Why the World Makes Far More Sense if You Add Dirigiste to the Things You Understand

I must admit I made it to my 6th Decade in this world before encountering the term -“Dirigisme” or the more common use–a dirigiste economy.  It means essentially a state directed economy. It is when the government sees it as its job to try to look out for the business interests of established companies. Or to try and create new industries.  Historically that protection stifles innovation. In the name of the desirable goal of Economic Growth, stagnancy occurs. Plus there is the cost of supporting all those planners and regulators. Less prosperity, More expense=Bad Deal for the Unconnected Picking Up the Bill.

We are much more likely though to have encountered and recognize the opposite philosophy, even if our definition is probably a bit skewed from its historical use. “Laissez Faire, Laissez Passer” is the philosophic opposite of the Mercantilist, Dirigiste approach to how an economy works and prospers. It sees the economy not as something almost tangible like a pie-“Here’s your slice.” But as a series of spontaneous transactions among lots of different people pursuing what they Know and what they Need and Who can best provide it. The idea of “Let Us Do It. Let Us Make It” goes back to the contrasting philosophies between Britain and France in the 1600s and 1700s. It’s not a matter of not wanting any government. It recognizes that the central planner or regulator cannot know what we Know. And what we Know and Can See Matters Most to developing the kinds of new technology or unique business practices (like a corporation that can now survive any individual human life or letters of credit that allow investment abroad without guards for your gold) that generate local or regional or even mass prosperity. It’s what moves the masses beyond the poverty of subsistence hand to mouth, barely getting by living that was the historic norm for centuries. That remains the norm in too many 3rd world countries even today where Those in Charge want to manage and control everything. No prosperity there as you will learn when I tell you about the real history of the IB Middle Years Programme in a different post later.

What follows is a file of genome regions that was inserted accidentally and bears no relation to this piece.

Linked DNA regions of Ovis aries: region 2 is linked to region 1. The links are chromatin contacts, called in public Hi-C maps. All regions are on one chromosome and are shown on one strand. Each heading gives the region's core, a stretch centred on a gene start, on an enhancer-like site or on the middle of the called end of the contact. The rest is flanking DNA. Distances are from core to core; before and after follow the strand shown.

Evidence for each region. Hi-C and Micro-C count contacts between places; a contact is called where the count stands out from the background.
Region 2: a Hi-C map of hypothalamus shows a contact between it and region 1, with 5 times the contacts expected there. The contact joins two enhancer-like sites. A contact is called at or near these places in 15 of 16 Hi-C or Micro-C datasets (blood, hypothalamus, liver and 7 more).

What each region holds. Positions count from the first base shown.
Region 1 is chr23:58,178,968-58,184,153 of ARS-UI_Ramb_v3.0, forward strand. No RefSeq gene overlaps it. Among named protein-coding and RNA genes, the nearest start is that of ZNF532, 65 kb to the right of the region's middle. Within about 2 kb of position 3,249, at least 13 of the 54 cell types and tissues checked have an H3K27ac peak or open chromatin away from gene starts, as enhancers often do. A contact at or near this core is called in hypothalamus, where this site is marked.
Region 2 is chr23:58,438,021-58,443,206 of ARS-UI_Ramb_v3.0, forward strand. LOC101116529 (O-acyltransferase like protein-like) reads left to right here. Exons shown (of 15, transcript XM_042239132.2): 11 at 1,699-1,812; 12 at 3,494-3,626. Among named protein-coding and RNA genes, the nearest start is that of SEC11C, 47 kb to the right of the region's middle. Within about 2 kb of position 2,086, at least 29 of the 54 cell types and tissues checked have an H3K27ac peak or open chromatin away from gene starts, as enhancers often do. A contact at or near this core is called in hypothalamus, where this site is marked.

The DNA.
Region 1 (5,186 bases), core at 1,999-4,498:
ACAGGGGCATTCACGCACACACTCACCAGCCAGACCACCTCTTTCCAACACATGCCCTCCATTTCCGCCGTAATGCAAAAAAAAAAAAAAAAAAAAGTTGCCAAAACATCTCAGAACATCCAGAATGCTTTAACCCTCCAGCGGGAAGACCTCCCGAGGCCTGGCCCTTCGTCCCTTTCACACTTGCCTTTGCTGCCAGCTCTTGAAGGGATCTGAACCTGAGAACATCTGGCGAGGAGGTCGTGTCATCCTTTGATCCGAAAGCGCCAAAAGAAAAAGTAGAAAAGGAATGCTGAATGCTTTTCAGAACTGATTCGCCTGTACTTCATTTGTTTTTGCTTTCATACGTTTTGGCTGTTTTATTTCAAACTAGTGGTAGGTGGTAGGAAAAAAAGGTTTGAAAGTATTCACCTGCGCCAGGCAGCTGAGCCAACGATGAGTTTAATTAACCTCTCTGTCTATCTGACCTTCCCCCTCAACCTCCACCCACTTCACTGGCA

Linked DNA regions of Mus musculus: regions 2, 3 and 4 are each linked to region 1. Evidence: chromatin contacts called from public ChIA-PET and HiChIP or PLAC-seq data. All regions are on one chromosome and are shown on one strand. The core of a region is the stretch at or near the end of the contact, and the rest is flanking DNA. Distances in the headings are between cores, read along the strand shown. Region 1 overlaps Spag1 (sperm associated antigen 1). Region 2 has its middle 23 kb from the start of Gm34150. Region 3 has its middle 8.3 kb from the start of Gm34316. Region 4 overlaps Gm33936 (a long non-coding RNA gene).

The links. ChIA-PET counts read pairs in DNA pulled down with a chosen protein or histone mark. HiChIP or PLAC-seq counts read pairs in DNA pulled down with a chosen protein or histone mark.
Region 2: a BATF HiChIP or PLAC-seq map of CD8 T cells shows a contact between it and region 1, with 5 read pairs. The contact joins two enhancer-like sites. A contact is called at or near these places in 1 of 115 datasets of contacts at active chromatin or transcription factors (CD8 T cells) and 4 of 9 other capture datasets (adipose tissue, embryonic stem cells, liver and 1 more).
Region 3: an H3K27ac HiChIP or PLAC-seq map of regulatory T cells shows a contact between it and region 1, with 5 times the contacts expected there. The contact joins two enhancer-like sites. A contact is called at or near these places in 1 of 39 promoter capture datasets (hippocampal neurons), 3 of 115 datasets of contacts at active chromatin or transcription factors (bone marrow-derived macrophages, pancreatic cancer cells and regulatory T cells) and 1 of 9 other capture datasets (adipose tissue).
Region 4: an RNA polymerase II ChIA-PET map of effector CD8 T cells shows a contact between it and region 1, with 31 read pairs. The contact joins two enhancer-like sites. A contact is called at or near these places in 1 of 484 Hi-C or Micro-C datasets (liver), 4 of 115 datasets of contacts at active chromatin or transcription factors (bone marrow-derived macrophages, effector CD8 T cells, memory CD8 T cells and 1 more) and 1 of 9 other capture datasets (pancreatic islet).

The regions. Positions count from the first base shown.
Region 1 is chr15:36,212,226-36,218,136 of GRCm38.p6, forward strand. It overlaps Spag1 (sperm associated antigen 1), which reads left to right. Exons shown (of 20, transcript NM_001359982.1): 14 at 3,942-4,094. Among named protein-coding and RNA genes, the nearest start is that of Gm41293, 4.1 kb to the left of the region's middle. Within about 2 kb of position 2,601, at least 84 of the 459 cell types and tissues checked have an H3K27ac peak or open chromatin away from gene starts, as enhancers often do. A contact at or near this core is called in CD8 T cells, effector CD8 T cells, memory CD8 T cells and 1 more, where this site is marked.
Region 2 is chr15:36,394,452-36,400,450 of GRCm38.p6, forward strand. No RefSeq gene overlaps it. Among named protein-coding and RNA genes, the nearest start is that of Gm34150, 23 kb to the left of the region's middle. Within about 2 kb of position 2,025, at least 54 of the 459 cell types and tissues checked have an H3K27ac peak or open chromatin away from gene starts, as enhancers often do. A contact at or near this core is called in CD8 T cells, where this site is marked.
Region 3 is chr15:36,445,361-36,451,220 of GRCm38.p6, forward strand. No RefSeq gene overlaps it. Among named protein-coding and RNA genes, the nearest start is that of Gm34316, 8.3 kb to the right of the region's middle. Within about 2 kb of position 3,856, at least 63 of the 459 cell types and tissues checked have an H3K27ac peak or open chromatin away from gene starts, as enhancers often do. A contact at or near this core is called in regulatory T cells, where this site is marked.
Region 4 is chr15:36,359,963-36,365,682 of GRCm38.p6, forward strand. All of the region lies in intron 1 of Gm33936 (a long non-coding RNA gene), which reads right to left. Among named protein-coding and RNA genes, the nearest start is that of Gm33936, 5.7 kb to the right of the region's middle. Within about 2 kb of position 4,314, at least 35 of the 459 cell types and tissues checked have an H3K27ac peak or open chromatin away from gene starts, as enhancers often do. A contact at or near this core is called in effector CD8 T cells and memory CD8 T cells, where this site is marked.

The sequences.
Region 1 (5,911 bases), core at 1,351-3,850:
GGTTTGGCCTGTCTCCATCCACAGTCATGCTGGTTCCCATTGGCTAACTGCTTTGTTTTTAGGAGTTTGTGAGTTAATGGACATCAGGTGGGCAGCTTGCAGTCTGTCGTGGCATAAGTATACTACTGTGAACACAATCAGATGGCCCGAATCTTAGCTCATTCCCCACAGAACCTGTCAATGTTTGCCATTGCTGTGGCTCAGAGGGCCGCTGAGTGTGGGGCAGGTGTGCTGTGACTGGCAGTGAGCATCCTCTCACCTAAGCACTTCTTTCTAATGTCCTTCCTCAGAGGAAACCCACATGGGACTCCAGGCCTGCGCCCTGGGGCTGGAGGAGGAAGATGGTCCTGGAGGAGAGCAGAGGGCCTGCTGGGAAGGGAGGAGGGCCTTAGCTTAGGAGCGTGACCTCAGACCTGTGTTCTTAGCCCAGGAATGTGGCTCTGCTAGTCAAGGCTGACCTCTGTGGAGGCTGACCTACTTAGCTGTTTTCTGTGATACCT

Laissez Faire, properly understood, is all about how important diverse pieces of information and knowledge scattered among lots of different individuals are to what creates prosperity and wealth. It recognizes just how many earth reshaping inventions have been created by people who knew their trade well and saw a need. The Industrial Revolution did not ignite in the countries like France that funded scientific research and wanted that research to lead to economic growth. The Industrial Revolution took off in England where artisans with knowledge were looking for solutions to very particular problems that no one in London likely knew existed. Steam engines and cotton gins which shifted the way the world worked occurred because local engineers in the hands-on tinkering sense were trying to solve immediate problems. England had little wood for heating but lots of coal. The coal mines though flooded in the deeper veins and the shallow veins were tapped out. How’s that for a real life, authentic problem in need of a relevant solution?

Yesterday, in a review of Pasi Sahlberg’s Finnish Lessons:What Can the World Learn from Educational Change in Finland?, the former executive director of the NEA wrote of the need for the US to emulate “the power of linking education and the economy in an intentional manner”. Since that  review popped into my inbox several hours after I blogged about the connection between the current education vision being pushed in the US and mercantilism, it was tempting to try to teach one of my cats to High Five. Sweet vindication. The Finns have a dirigiste economy. Copying their education policies means adopting their economic and social policies. And those have a poor track record we are just starting to explore.

For today though I want to call your attention to the area of education where I think this dirigiste approach is the strongest. We are very expensively expanding a sector (new buildings! programs! campuses!) under the assumption that government, federal, state, and local, can use its legislative and regulatory powers to insist that the public must subsidize an industry. We are also quietly putting in place the elements of what is known in other countries as Qualifications Frameworks. The idea that employment in the future will require the right credentials and that only the institutions of higher ed can provide the requisite degrees and credentials. And that job changes require yet another stop pushing more of your money at higher ed to get that next required training or skill set.

College for all defies common sense. There’s a reason the research pushing this vacuous idea always seems to rely in the footnotes on previous papers by the same professors and groups baldly asserting this self-interested point without any evidence. We are caught in a classic Mercantilist “you must buy our product” dirigiste scheme. The student loan debt that now exceeds credit card debt in the US is only the tip of the iceberg on what these dirigiste higher ed policies are really costing us.

Tomorrow I will talk about what dirigisme and a mercantilist approach by a country or state has historically done to innovation. The great driver of future prosperity.